And so it was inevitable that the Russians would push back in the Baltics, first to secure the Crimean peninsula, the traditional home of the Russian Black Sea fleet (which Russian intelligence feared would become a NATO base), then to destabilise Ukraine with the aim of persuading Kiev’s anti ­Russian regime to protect the minority rights of ethnic Russians and maintain its status as a buffer state.

As for Syria, the problem here is not the Russians — or even Iran’s Shia crescent of Damascus, Baghdad, Hezbollah and the Yemeni rebels. After all, they’re committed to fighting Sunni jihadists. The problem is that US ­British aligned Sunni states — Turkey, Saudi Arabia and the Gulf Arabs — have aided and abetted the Sunni rebellion that has morphed into Sunni jihadism.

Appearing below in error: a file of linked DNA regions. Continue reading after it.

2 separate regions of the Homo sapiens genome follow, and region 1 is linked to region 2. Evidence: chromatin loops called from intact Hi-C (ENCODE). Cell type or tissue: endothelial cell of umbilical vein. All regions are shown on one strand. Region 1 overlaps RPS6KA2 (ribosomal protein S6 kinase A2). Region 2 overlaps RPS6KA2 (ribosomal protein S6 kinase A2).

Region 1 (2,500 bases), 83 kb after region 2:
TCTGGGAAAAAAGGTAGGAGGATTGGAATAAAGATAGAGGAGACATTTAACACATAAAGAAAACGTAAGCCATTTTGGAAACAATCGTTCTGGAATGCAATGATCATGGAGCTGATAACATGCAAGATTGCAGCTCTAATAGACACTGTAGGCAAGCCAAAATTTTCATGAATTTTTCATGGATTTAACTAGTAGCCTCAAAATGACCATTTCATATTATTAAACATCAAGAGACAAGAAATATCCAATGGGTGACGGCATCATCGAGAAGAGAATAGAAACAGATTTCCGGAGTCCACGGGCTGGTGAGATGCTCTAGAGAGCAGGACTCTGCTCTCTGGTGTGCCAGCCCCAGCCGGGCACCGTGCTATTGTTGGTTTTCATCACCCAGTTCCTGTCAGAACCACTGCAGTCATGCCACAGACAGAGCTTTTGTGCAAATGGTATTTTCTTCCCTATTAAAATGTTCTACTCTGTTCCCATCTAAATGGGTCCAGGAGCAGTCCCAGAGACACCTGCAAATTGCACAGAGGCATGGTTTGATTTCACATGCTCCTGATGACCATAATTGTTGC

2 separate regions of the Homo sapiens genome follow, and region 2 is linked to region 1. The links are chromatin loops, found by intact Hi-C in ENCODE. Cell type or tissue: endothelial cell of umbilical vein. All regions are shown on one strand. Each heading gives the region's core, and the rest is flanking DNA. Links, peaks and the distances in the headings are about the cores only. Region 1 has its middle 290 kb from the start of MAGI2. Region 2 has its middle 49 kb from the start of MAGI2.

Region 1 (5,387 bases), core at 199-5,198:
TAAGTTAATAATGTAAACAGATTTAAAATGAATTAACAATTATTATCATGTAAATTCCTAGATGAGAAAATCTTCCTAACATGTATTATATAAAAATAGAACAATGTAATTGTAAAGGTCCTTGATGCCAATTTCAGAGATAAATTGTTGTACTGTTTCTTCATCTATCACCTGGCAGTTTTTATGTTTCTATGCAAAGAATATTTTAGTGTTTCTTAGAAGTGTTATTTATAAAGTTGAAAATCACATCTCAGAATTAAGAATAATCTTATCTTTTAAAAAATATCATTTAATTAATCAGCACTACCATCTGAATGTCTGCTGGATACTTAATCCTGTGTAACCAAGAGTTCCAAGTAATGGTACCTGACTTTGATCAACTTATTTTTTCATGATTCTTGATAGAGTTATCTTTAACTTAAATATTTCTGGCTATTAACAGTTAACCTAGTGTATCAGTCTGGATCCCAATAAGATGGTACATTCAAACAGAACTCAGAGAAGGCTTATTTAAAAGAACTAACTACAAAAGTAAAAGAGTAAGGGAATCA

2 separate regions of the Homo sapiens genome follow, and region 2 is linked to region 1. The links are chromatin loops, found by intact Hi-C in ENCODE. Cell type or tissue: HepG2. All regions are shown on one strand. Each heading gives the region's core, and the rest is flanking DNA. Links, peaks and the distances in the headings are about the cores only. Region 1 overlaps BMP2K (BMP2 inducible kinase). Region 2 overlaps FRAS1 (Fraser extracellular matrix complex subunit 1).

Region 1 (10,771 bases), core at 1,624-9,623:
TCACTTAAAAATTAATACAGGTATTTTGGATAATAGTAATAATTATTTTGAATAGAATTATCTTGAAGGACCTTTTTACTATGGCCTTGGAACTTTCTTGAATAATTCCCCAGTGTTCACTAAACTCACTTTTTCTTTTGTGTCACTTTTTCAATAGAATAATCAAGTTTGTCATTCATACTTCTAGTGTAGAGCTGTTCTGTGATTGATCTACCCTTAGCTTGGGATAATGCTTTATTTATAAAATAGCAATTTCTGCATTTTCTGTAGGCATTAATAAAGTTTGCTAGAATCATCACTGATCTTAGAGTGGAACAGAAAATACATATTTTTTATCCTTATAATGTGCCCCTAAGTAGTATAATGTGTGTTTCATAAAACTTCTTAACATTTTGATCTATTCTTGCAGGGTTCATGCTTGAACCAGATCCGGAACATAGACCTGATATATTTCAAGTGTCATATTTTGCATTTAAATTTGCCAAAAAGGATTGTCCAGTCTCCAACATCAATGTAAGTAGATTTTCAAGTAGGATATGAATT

Yet these reactionary regimes still have the temerity to call for Assad’s ouster. Following regime change, we’re told, a US­ led coalition of Arabs and Turks can create a peaceful and prosperous Syria.

Leave aside the fact Assad’s support stems not just from Moscow and Tehran but also from Syria’s military, political and business elites, including many urban Sunnis. Assad is a brutal tyrant. He has used chemical weapons against his own people. And he has launched relentless barrel bombs in rebel areas. But he is more popular than ever in the one ­third of Syria his regime still controls (which happens to be the major cities and the coastland). That is largely because many know his demise would lead to widespread ethnic cleansing.